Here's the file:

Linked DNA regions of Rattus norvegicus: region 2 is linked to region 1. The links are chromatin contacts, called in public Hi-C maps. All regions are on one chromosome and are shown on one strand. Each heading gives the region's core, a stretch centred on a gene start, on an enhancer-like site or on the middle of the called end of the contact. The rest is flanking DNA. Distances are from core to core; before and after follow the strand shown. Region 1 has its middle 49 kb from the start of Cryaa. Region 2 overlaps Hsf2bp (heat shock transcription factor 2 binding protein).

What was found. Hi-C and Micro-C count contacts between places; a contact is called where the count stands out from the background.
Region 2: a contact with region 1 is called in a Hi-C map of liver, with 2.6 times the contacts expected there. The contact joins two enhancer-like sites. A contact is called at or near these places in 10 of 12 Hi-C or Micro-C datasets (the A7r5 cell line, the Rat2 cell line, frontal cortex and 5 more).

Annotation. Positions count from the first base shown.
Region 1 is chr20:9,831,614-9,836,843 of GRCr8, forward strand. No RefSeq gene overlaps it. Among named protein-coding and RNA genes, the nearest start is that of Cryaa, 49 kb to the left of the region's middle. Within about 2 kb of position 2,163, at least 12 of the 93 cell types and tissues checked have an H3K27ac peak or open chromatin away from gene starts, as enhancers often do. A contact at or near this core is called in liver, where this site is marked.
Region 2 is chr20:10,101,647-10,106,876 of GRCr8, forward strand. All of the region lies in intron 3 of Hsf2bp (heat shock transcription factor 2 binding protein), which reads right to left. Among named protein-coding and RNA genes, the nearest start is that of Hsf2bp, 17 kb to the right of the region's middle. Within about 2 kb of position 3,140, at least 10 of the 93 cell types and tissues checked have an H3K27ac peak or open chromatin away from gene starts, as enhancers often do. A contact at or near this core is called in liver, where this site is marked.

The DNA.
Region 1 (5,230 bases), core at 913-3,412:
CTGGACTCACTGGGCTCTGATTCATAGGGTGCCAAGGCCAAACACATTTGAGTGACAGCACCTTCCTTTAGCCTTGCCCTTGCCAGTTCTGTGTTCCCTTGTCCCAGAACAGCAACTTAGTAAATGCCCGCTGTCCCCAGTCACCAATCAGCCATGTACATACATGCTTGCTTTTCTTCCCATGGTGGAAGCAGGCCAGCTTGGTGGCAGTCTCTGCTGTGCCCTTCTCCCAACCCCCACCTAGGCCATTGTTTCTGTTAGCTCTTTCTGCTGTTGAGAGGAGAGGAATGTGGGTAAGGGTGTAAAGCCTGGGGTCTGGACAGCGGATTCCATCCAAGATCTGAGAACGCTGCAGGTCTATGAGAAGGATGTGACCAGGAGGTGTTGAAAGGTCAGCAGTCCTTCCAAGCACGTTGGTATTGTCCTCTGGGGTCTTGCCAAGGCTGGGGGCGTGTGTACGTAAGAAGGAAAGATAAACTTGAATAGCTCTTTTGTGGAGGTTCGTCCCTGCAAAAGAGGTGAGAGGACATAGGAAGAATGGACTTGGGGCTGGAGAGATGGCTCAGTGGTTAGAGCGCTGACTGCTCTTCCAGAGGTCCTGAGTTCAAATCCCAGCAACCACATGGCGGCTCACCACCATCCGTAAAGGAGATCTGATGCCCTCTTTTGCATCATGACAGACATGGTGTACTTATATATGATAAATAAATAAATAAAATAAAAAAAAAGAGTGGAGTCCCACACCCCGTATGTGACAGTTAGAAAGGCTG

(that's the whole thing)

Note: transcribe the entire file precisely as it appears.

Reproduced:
Linked DNA regions of Rattus norvegicus: region 2 is linked to region 1. The links are chromatin contacts, called in public Hi-C maps. All regions are on one chromosome and are shown on one strand. Each heading gives the region's core, a stretch centred on a gene start, on an enhancer-like site or on the middle of the called end of the contact. The rest is flanking DNA. Distances are from core to core; before and after follow the strand shown. Region 1 has its middle 49 kb from the start of Cryaa. Region 2 overlaps Hsf2bp (heat shock transcription factor 2 binding protein).

What was found. Hi-C and Micro-C count contacts between places; a contact is called where the count stands out from the background.
Region 2: a contact with region 1 is called in a Hi-C map of liver, with 2.6 times the contacts expected there. The contact joins two enhancer-like sites. A contact is called at or near these places in 10 of 12 Hi-C or Micro-C datasets (the A7r5 cell line, the Rat2 cell line, frontal cortex and 5 more).

Annotation. Positions count from the first base shown.
Region 1 is chr20:9,831,614-9,836,843 of GRCr8, forward strand. No RefSeq gene overlaps it. Among named protein-coding and RNA genes, the nearest start is that of Cryaa, 49 kb to the left of the region's middle. Within about 2 kb of position 2,163, at least 12 of the 93 cell types and tissues checked have an H3K27ac peak or open chromatin away from gene starts, as enhancers often do. A contact at or near this core is called in liver, where this site is marked.
Region 2 is chr20:10,101,647-10,106,876 of GRCr8, forward strand. All of the region lies in intron 3 of Hsf2bp (heat shock transcription factor 2 binding protein), which reads right to left. Among named protein-coding and RNA genes, the nearest start is that of Hsf2bp, 17 kb to the right of the region's middle. Within about 2 kb of position 3,140, at least 10 of the 93 cell types and tissues checked have an H3K27ac peak or open chromatin away from gene starts, as enhancers often do. A contact at or near this core is called in liver, where this site is marked.

The DNA.
Region 1 (5,230 bases), core at 913-3,412:
CTGGACTCACTGGGCTCTGATTCATAGGGTGCCAAGGCCAAACACATTTGAGTGACAGCACCTTCCTTTAGCCTTGCCCTTGCCAGTTCTGTGTTCCCTTGTCCCAGAACAGCAACTTAGTAAATGCCCGCTGTCCCCAGTCACCAATCAGCCATGTACATACATGCTTGCTTTTCTTCCCATGGTGGAAGCAGGCCAGCTTGGTGGCAGTCTCTGCTGTGCCCTTCTCCCAACCCCCACCTAGGCCATTGTTTCTGTTAGCTCTTTCTGCTGTTGAGAGGAGAGGAATGTGGGTAAGGGTGTAAAGCCTGGGGTCTGGACAGCGGATTCCATCCAAGATCTGAGAACGCTGCAGGTCTATGAGAAGGATGTGACCAGGAGGTGTTGAAAGGTCAGCAGTCCTTCCAAGCACGTTGGTATTGTCCTCTGGGGTCTTGCCAAGGCTGGGGGCGTGTGTACGTAAGAAGGAAAGATAAACTTGAATAGCTCTTTTGTGGAGGTTCGTCCCTGCAAAAGAGGTGAGAGGACATAGGAAGAATGGACTTGGGGCTGGAGAGATGGCTCAGTGGTTAGAGCGCTGACTGCTCTTCCAGAGGTCCTGAGTTCAAATCCCAGCAACCACATGGCGGCTCACCACCATCCGTAAAGGAGATCTGATGCCCTCTTTTGCATCATGACAGACATGGTGTACTTATATATGATAAATAAATAAATAAAATAAAAAAAAAGAGTGGAGTCCCACACCCCGTATGTGACAGTTAGAAAGGCTG